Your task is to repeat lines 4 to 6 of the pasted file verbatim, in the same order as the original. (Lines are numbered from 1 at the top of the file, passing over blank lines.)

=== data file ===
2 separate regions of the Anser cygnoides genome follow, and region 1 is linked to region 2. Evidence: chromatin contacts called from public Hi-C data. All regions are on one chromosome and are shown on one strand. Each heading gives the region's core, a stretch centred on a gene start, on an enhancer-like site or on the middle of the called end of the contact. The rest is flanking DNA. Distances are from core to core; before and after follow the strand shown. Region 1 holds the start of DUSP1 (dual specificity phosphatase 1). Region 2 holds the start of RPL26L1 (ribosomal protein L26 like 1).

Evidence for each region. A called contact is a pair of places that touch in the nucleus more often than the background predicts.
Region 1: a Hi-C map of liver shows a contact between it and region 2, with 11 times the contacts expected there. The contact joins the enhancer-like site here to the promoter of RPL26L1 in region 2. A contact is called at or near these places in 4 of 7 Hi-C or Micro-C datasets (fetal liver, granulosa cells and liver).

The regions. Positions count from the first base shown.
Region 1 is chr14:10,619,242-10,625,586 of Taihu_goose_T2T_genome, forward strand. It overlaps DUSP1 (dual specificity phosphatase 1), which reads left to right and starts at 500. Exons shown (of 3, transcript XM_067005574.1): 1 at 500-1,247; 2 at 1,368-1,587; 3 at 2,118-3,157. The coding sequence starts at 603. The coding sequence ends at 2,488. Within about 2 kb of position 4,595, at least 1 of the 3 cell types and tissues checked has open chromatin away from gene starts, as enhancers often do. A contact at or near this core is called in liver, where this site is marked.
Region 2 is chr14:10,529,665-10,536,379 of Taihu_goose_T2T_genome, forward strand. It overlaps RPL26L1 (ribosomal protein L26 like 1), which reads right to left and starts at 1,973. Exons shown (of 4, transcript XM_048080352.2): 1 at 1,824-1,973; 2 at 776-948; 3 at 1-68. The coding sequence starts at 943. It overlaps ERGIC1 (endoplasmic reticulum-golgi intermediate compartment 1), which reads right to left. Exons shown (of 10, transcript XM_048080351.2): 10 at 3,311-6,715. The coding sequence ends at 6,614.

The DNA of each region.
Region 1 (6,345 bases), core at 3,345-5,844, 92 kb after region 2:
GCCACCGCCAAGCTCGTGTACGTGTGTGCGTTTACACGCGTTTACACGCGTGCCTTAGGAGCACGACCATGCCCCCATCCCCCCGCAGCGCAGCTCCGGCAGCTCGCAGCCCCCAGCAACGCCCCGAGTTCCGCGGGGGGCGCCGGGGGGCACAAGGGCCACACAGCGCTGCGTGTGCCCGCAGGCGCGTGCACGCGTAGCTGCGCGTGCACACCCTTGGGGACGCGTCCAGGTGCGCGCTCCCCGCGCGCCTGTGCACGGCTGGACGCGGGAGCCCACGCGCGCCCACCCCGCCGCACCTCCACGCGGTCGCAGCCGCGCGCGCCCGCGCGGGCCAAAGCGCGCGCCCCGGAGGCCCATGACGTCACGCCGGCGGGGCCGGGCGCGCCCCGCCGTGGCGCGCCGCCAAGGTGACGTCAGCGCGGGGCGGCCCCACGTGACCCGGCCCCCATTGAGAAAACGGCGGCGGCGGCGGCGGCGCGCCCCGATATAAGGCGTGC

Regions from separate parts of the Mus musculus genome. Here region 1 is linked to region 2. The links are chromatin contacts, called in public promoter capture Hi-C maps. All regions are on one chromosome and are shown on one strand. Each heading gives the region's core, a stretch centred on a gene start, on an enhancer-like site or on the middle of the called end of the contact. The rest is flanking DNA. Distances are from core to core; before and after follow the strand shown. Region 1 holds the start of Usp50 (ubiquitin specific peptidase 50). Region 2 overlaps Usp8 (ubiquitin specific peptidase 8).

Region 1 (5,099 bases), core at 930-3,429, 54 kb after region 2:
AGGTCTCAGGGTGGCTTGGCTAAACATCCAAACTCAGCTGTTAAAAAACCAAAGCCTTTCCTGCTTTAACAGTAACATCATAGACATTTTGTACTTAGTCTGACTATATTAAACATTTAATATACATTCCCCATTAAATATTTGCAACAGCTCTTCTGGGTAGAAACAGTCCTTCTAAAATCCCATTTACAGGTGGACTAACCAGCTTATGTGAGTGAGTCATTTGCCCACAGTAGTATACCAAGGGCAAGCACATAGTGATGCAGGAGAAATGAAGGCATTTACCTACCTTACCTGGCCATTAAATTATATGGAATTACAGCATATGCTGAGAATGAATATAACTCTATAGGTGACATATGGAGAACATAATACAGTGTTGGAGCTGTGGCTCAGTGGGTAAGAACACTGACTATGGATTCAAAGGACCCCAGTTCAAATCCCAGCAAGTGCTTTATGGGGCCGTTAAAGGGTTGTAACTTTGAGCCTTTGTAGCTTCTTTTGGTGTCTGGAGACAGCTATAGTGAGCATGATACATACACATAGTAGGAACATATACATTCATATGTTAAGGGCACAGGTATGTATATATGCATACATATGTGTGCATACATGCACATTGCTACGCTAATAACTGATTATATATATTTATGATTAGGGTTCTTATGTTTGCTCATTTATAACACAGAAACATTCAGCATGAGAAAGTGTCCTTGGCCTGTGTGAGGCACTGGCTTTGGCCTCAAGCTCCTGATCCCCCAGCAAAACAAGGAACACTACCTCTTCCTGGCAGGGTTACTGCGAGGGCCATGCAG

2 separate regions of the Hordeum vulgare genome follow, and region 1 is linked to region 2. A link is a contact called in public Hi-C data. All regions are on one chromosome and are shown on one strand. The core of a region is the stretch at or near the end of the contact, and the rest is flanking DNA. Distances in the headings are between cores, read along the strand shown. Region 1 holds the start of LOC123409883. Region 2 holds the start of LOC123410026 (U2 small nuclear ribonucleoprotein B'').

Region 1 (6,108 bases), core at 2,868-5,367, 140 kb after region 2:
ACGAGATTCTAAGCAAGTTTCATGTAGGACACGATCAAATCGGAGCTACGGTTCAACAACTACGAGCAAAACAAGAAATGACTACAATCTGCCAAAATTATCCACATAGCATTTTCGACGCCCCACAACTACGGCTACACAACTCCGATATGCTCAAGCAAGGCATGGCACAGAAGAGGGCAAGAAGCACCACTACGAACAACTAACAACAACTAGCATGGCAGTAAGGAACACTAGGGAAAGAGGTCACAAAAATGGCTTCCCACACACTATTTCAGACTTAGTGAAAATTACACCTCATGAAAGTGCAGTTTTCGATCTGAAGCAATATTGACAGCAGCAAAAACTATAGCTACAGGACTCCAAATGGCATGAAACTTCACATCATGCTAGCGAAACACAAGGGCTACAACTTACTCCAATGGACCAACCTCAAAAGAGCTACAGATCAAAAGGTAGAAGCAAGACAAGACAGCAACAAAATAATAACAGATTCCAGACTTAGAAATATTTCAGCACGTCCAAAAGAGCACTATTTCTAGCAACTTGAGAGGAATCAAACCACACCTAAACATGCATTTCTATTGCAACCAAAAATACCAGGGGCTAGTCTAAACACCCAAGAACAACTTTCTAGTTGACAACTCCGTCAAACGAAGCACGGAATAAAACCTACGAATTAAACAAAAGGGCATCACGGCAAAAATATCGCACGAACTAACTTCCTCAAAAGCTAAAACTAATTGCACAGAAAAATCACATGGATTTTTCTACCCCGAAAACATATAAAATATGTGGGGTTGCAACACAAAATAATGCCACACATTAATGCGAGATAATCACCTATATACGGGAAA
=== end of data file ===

The regions. Positions count from the first base shown.
Region 1 is chr14:10,619,242-10,625,586 of Taihu_goose_T2T_genome, forward strand. It overlaps DUSP1 (dual specificity phosphatase 1), which reads left to right and starts at 500. Exons shown (of 3, transcript XM_067005574.1): 1 at 500-1,247; 2 at 1,368-1,587; 3 at 2,118-3,157. The coding sequence starts at 603. The coding sequence ends at 2,488. Within about 2 kb of position 4,595, at least 1 of the 3 cell types and tissues checked has open chromatin away from gene starts, as enhancers often do. A contact at or near this core is called in liver, where this site is marked.
Region 2 is chr14:10,529,665-10,536,379 of Taihu_goose_T2T_genome, forward strand. It overlaps RPL26L1 (ribosomal protein L26 like 1), which reads right to left and starts at 1,973. Exons shown (of 4, transcript XM_048080352.2): 1 at 1,824-1,973; 2 at 776-948; 3 at 1-68. The coding sequence starts at 943. It overlaps ERGIC1 (endoplasmic reticulum-golgi intermediate compartment 1), which reads right to left. Exons shown (of 10, transcript XM_048080351.2): 10 at 3,311-6,715. The coding sequence ends at 6,614.